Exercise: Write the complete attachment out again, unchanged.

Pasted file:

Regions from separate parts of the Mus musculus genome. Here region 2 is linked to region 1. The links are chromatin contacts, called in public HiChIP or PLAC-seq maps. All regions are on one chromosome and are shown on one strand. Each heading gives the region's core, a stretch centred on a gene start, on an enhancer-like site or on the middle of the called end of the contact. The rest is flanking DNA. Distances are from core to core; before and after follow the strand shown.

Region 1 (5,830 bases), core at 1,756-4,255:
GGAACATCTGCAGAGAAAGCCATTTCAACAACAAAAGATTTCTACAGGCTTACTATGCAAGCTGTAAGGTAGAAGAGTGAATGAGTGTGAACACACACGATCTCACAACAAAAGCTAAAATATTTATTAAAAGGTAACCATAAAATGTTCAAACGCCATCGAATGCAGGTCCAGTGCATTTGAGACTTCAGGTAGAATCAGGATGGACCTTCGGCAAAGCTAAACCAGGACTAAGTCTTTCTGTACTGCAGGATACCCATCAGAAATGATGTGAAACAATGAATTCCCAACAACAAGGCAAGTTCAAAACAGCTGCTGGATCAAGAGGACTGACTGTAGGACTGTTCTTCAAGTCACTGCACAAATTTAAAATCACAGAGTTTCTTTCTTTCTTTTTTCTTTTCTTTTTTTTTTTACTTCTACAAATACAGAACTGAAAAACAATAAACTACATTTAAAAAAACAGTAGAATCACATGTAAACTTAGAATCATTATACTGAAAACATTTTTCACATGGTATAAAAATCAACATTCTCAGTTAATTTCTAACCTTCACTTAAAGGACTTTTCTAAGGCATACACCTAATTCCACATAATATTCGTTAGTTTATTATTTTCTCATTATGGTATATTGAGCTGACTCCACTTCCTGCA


Regions from separate parts of the Mus musculus genome. Here region 2 is linked to region 1. The links are chromatin contacts, called in public HiChIP or PLAC-seq maps. All regions are on one chromosome and are shown on one strand. Each heading gives the region's core, a stretch centred on a gene start, on an enhancer-like site or on the middle of the called end of the contact. The rest is flanking DNA. Distances are from core to core; before and after follow the strand shown.

Region 1 (5,830 bases), core at 1,756-4,255:
GGAACATCTGCAGAGAAAGCCATTTCAACAACAAAAGATTTCTACAGGCTTACTATGCAAGCTGTAAGGTAGAAGAGTGAATGAGTGTGAACACACACGATCTCACAACAAAAGCTAAAATATTTATTAAAAGGTAACCATAAAATGTTCAAACGCCATCGAATGCAGGTCCAGTGCATTTGAGACTTCAGGTAGAATCAGGATGGACCTTCGGCAAAGCTAAACCAGGACTAAGTCTTTCTGTACTGCAGGATACCCATCAGAAATGATGTGAAACAATGAATTCCCAACAACAAGGCAAGTTCAAAACAGCTGCTGGATCAAGAGGACTGACTGTAGGACTGTTCTTCAAGTCACTGCACAAATTTAAAATCACAGAGTTTCTTTCTTTCTTTTTTCTTTTCTTTTTTTTTTTACTTCTACAAATACAGAACTGAAAAACAATAAACTACATTTAAAAAAACAGTAGAATCACATGTAAACTTAGAATCATTATACTGAAAACATTTTTCACATGGTATAAAAATCAACATTCTCAGTTAATTTCTAACCTTCACTTAAAGGACTTTTCTAAGGCATACACCTAATTCCACATAATATTCGTTAGTTTATTATTTTCTCATTATGGTATATTGAGCTGACTCCACTTCCTGCA